If you’ve picked up this book, it’s probably because you or someone very close to you is going through a difficult time. A cancer diagnosis and the prospect of cancer treatment is scary, even for the most upbeat soul. There are probably a million questions and thoughts running around your head, and while I can’t address them all, I can speak to one: Am I going to enjoy eating during treatment? Heck, am I going to be able to eat at all?
This book is all about enhancing your appetite during treatment, and much more. For me, the key concept is something I think of as “the power of yum,” a phrase I’ve used throughout my career as a “culinary translator,” if you will. I work with oncologists, nutritionists, and cancer wellness professionals to help their patients stay well fed during treatment by translating nutritional recommendations into delicious, nourishing meals. To me, this was always the power of yum in action: showing people that great nutrition and great taste could join together joyously on the same plate. Working with cancer patients for the past decade, I’ve seen heartening results. People who had truly disconnected from food could be brought back to the table and nourished, so long as the food was appealing to all the senses; was presented in a manner that fit their often shifting tastes and appetite (think small, nutrient-dense portions that are easily stored and reheated); and could easily be shopped for, prepped, and cooked by either the patient or their caregivers.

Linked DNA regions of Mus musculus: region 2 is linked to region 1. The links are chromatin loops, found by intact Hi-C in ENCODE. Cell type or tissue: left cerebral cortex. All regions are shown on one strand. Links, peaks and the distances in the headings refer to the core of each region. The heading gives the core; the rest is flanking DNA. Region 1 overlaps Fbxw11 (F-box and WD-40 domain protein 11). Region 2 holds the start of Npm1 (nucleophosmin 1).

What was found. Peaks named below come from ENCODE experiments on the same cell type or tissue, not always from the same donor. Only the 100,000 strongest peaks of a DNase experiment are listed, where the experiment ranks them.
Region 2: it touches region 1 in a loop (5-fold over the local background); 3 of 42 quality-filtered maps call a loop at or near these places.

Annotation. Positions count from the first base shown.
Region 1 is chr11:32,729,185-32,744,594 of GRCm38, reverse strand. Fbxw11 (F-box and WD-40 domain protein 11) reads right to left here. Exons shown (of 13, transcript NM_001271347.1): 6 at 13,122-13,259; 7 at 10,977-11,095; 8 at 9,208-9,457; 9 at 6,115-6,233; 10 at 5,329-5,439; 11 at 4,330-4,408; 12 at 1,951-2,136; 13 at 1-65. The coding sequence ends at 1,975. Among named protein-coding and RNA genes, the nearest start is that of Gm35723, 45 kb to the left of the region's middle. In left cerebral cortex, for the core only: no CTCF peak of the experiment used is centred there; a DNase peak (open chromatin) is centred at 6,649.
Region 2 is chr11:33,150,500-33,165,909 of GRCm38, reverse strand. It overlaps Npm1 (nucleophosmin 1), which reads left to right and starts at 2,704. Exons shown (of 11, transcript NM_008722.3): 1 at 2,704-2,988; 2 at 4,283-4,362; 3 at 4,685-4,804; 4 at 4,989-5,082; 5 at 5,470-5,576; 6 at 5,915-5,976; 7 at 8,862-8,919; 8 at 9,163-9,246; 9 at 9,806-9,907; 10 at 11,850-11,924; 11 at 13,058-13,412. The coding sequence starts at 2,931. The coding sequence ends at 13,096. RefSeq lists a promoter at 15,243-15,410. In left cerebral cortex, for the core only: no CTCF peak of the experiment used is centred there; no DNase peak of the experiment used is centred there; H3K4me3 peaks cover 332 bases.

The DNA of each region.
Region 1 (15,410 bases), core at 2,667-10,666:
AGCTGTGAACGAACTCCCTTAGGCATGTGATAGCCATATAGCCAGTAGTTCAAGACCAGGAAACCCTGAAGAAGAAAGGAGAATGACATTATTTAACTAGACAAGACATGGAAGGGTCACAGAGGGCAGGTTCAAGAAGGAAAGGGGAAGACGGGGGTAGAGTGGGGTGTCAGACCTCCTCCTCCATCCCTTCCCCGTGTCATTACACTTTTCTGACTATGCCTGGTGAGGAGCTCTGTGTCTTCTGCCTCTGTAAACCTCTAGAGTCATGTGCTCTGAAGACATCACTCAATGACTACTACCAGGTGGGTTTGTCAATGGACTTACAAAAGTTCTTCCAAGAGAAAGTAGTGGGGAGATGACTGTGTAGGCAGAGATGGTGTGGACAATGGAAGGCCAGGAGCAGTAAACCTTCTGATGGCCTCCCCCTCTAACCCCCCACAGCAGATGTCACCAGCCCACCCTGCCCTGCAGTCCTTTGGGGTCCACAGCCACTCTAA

If that was all there was to the power of yum, I’d be eternally grateful. It turns out that this is only half of the story. Over the past five years, the study of nutrition has expanded, exploded really, especially when it comes to understanding the many incredible properties foods have to fight cancer and limit the side effects of treatment. This isn’t fly-by-night science either; it’s the result of thousands of credible studies done by the country’s finest academic research institutes and presented in first-rate peer-reviewed scientific journals such the New England Journal of Medicine and the Journal of the American Medical Association.
As a chef, I’ve been awed by this data and, truth be told, a little intimidated. I intuitively and experientially understood how taste and flavor could positively affect the people I worked with. It had long been known that as many as 80 percent of cancer patients were malnourished, in some cases leaving them too weakened to withstand ongoing treatment. By keeping them nourished with healthy foods, both the patients and I knew they stood a better chance of making the transition from patient to survivor.
Still, it seemed like a new study was coming out every week on this food or that, and all of this nutritional data was a bit confusing to me. And from the conversations I had with clients, I knew it was confounding to them at times. Yet this information held such promise that I decided I’d better learn to talk the talk. I was excited at the prospect of being able to make dishes that not only tasted great, but could make someone with a specific side effect feel better.
So I went and got a masters in nutrition, not to impress my clients, but to be able to converse with those doctors and scientists working in the trenches with these foods to get a feel for where the research and the cancer-food connection was strong and where it wasn’t, and so I could translate all that information into more outrageously scrumptious dishes to lure people in treatment back to the table.